A transfer from Shakespeare’s Globe last summer (officially the 13th best show of the year doncha know) where its short run caught fire, its all-female and wonderfully diverse cast and creative team mean that all three of the Strand’s major playhouses currently have work written by women in them (I wonder when this last happened). And while that ought not to be noteworthy, god knows it still is and it all ties up rather neatly with Lloyd Malcolm’s writing. For though this is a play about a historical woman, it is also a play about all women. Continue reading “Review: Emilia, Vaudeville Theatre”
So much to keep on top of – pics from All About Eve, videos from Waitress, foodie secrets from Gingerline and casting news from Emilia
We’re just three weeks away from All About Eve starting previews and these rehearsal pics ought to whet anyone’s appetite.
And more importantly if you’ve not booked yet, details have been released about day seats and a front row lottery – this will definitely not be one to miss.
Day Seats: Available in person at the Box Office from 10am on a first come, first served basis. Maximum x2 per person. Limited availability. £25.00 per ticket.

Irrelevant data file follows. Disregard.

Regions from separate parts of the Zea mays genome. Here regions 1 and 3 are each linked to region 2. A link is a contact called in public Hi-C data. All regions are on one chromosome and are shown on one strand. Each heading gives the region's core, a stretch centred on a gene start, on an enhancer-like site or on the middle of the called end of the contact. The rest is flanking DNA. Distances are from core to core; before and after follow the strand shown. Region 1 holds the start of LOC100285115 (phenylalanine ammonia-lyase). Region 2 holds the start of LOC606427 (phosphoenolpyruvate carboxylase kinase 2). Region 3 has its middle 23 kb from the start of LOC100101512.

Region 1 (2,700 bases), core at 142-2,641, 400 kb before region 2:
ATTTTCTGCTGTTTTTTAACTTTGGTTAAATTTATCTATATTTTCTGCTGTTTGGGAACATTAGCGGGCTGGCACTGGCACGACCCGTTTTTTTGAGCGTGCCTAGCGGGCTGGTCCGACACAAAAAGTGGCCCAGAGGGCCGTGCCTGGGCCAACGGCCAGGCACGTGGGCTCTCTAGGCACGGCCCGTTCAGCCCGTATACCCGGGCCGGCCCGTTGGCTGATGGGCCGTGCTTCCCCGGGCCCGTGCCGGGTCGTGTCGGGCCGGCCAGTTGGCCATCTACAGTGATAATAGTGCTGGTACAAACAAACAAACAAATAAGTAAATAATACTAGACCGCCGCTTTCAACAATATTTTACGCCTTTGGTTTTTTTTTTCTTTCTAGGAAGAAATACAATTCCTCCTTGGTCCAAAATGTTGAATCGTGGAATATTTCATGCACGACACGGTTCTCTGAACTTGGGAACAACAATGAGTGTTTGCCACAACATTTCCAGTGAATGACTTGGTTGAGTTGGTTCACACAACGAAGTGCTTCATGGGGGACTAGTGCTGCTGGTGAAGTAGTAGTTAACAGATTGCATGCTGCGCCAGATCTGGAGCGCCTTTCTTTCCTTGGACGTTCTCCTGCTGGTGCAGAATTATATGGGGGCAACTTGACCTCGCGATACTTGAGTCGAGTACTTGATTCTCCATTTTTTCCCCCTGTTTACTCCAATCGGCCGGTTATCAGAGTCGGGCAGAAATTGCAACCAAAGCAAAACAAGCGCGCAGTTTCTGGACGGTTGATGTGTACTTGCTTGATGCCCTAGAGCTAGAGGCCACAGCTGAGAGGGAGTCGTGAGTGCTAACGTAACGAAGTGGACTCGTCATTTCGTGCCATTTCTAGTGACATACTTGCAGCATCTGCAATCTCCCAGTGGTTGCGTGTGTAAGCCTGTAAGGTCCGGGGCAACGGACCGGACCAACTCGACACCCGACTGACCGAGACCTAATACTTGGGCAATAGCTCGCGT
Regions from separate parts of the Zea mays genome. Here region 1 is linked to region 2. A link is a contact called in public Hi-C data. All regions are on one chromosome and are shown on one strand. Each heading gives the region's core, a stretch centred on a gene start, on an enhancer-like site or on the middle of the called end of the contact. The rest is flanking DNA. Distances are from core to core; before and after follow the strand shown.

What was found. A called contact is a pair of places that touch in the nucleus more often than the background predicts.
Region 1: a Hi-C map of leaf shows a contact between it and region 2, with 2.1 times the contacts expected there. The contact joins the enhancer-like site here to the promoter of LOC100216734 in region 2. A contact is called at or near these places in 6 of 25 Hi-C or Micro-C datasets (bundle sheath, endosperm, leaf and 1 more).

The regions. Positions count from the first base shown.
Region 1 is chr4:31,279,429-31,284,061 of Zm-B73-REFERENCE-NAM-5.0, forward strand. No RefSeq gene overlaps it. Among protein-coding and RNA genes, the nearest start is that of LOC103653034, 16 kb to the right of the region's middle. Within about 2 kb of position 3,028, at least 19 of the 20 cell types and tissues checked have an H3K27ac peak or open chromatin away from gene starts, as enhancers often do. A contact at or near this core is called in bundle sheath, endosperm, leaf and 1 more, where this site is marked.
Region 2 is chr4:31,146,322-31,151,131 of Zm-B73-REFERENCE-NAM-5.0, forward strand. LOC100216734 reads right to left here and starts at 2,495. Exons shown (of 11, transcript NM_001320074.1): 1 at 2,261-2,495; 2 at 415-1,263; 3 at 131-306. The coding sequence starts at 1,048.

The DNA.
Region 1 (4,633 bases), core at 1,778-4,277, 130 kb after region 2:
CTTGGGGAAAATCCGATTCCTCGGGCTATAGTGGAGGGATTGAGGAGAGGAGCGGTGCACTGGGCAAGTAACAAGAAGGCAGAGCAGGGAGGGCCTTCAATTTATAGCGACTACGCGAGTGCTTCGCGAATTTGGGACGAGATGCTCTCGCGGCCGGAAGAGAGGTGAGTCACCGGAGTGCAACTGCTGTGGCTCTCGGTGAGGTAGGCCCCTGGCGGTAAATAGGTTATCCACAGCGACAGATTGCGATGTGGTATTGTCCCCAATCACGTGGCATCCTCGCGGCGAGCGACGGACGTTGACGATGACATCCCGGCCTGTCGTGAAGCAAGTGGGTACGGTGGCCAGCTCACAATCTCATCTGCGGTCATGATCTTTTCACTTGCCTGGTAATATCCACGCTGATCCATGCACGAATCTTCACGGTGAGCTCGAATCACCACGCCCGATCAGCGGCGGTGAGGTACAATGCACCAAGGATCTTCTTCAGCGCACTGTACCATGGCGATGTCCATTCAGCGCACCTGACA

Front Row Lottery: In partnership with Today Tix. More information on how to enter will be announced on the All About Eve social media channels from Friday 25 January 2019. Maximum x2 per person. £25.00 per ticket. Continue reading “Some goodies for a cold January Thursday”
In this year, at this time, with this message, Emilia feels more important than ever. a triumph
“We are only as powerful as the stories we tell…
we have not always been able to tell them”
Three weeks on holiday and completely off social media have been bliss but within seconds of switching back on, it was hard to miss the buzz around Emilia so I did the right thing and booked myself in at the Globe. And though I’d been forewarned, I still wasn’t quite prepared for just how much Morgan Lloyd Malcolm’s brand new play would so thoroughly shake the ground on which it was performing.
Ostensibly, Emilia is a piece of historical biography, a deep dive into the life of Emilia Bassano, a writer who was one of the first Englishwomen to publish an original collection of poems and as contemporary of Shakespeare, a possible inspiration to the Bard. With hard facts about her few on the ground, Lloyd Malcolm toys with this to suggest that that inspiration may have extended beyond giving her name to several of his characters across to providing a literary source from which to crib. Continue reading “Review: Emilia, Shakespeare’s Globe”
Morgan Lloyd Malcolm’s new play Emilia already looked like one of the top tips of Michelle Terry’s inaugural season at the Globe and with this cast announcement, Nicole Charles’ production fast becomes an absolute must-see!
Nadia Albina will play Lady Katherine
Anna Andresen will play Mary Sidney